When that transition takes place and the demand for electric vehicles surges, another question arises: are there enough batteries, and also sufficient materials that make the batteries?

According to Bloomberg’s Electric Vehicle Outlook 2018 report, the need for lithium-ion batteries used in EVs will exceed 1,500 gigawatt hours (GWh) by 2030, putting pressure on the battery supply chain to deliver.

The increase in demand for nickel, alongside materials such as cobalt and lithium used in EV batteries, is also expected to push prices higher and put the battery sector “on track to become the second-largest consumer of nickel after the stainless steel market”.

Due to this price volatility, most carmakers are realistic about turning a profit from EV production in the near term, economies of scale notwithstanding.

Unless alternative sources emerge, or battery technologies evolve, the supply of raw materials should be managed with caution to prevent over-reliance on a single source, or price fluctuations.

Delivering the goods

The myriad challenges have failed to hinder competition on the consumer front, but it has largely overshadowed the considerable progress in introducing all-electric commercial vehicles into various markets.

Nowhere is this more apparent than in China.

Shenzhen's electric bus fleet is three times the size of New York's.

More than half of the public buses plying Shanghai’s roads are fully electric, and these buses operate alongside a fleet of 7,300 other EVs including electric mail delivery vans and cleaning trucks. Yet, it still pales in comparison to Shenzhen, also known as China’s Silicon Valley, where its electric bus fleet is three times the size of New York’s at 16,259.

The reason for its success boils down again to the readily accessible charging infrastructure, something that Japan also possesses.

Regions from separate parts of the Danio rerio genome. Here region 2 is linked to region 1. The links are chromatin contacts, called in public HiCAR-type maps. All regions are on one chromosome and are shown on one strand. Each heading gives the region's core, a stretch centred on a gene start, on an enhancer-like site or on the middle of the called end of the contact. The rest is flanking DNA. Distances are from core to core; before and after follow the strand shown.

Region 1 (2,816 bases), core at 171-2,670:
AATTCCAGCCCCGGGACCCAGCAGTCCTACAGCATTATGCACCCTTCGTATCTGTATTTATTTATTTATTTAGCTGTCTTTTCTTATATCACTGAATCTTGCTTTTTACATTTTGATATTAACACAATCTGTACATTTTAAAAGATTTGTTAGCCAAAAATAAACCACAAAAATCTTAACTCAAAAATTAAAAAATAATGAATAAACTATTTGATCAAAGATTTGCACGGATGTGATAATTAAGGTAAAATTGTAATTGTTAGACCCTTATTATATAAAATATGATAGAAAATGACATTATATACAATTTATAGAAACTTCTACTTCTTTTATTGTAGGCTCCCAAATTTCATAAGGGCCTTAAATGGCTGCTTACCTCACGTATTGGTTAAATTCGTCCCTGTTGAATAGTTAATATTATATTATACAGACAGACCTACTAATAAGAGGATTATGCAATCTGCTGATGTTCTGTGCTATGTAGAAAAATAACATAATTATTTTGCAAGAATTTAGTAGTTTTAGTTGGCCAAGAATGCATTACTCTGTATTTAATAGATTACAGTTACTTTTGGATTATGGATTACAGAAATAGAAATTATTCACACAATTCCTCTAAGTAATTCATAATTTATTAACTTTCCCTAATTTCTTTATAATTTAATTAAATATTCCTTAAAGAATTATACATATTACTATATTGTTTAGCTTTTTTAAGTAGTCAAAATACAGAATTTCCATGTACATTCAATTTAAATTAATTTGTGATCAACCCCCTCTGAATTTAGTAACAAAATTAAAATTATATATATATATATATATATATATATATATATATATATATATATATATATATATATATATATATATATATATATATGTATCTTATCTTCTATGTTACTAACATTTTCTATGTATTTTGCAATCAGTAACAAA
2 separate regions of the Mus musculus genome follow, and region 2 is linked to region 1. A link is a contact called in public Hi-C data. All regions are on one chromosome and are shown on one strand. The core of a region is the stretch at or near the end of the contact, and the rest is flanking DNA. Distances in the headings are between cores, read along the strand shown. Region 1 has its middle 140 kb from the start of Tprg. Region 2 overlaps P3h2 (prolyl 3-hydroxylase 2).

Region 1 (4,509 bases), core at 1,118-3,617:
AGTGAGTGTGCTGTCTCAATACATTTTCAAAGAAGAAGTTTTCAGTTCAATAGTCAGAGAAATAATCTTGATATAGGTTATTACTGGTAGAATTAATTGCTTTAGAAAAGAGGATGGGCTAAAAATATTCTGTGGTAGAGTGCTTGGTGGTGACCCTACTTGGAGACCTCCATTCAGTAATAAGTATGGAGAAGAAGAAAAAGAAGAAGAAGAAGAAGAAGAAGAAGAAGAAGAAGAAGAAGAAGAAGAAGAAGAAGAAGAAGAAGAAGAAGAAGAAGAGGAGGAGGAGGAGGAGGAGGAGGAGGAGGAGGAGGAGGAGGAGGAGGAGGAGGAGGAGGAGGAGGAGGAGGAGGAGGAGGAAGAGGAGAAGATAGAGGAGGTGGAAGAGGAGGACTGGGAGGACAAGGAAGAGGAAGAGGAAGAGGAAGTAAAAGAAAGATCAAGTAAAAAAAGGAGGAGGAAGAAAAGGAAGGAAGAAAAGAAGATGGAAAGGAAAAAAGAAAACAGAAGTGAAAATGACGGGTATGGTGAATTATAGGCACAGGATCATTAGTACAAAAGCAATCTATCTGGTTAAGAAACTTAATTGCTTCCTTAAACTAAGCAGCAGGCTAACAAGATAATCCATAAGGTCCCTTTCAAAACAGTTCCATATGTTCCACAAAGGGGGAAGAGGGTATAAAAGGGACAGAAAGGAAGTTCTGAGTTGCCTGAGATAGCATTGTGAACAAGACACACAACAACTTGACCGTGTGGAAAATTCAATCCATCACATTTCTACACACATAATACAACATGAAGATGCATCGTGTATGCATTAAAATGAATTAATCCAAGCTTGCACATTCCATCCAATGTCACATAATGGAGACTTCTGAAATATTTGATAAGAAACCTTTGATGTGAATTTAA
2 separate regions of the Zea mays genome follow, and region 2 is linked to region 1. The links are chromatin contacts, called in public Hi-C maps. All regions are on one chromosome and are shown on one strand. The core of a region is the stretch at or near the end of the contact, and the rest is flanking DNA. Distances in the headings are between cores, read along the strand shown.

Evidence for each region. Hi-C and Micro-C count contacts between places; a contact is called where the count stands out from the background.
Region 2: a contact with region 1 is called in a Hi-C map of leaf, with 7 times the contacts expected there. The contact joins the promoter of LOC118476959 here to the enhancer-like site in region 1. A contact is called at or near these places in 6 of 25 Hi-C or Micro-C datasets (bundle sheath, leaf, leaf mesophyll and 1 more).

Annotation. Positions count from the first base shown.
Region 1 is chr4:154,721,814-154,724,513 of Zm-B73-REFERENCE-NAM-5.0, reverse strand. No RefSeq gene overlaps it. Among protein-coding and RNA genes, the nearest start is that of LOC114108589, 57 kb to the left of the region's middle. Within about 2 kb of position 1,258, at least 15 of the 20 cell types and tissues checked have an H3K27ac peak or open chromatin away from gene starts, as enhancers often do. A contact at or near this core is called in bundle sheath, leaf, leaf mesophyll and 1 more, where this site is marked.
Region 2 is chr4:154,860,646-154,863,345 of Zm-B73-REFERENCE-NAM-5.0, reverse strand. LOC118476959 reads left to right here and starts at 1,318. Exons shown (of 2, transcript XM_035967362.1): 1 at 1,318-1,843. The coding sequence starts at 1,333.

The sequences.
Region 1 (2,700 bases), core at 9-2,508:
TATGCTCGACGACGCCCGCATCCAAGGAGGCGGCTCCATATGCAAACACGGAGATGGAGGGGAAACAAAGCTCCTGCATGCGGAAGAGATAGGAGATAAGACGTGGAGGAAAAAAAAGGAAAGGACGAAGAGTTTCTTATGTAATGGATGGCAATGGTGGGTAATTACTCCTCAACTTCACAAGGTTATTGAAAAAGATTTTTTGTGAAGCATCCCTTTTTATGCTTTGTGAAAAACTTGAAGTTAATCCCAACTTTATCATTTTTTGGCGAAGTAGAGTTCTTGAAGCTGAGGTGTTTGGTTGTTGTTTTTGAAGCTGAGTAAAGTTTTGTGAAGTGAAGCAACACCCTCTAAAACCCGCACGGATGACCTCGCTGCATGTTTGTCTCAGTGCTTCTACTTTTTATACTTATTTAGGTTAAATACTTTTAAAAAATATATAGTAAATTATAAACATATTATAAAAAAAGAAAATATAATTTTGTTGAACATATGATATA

Other than transportation, logistics is another carbon-intensive industry that all-electric commercial vehicles could make an impact on by keeping emissions low.

To date, logistics company Yamato is the only provider in Japan to have pumped a large-scale investment — a new fleet of 500 electric vans, also known as StreetScooters — for commercial deliveries.

An artist impression of the Yamato-branded StreetScooter electric van

In a joint partnership with StreetScooter, a subsidiary of Deutsche Post DHL Group, Yamato will develop a variant of the German electric van for local use. StreetScooter will be responsible for the production of the electric van, while Yamato will equip the vehicles with cold chain capabilities.

“It has been a massive challenge for us to develop new delivery vehicles while restructuring a sustainable last-mile delivery network for our TA-Q-BIN service,” said Yutaka Nagao, Representative Director, President and Executive Officer of Yamato Transport, the market leader of the domestic parcel market.

Achim Kampker, CEO of StreetScooter (left) at the signing ceremony with Yutaka Nagao, Representative Director, President and Executive Officer of Yamato Transport

“This is why the partnership with StreetScooter is truly exciting to us, and we’re looking forward to developing a solution together,” Nagao added.

The strategic cooperation with Yamato is an important step to tap the Japanese market for electric light utility vehicles, shared Achim Kampker, CEO of StreetScooter.

As the advent of EV technologies continues, it will open the door to new possibilities for the use of EVs across other industries in Japan, and around the world.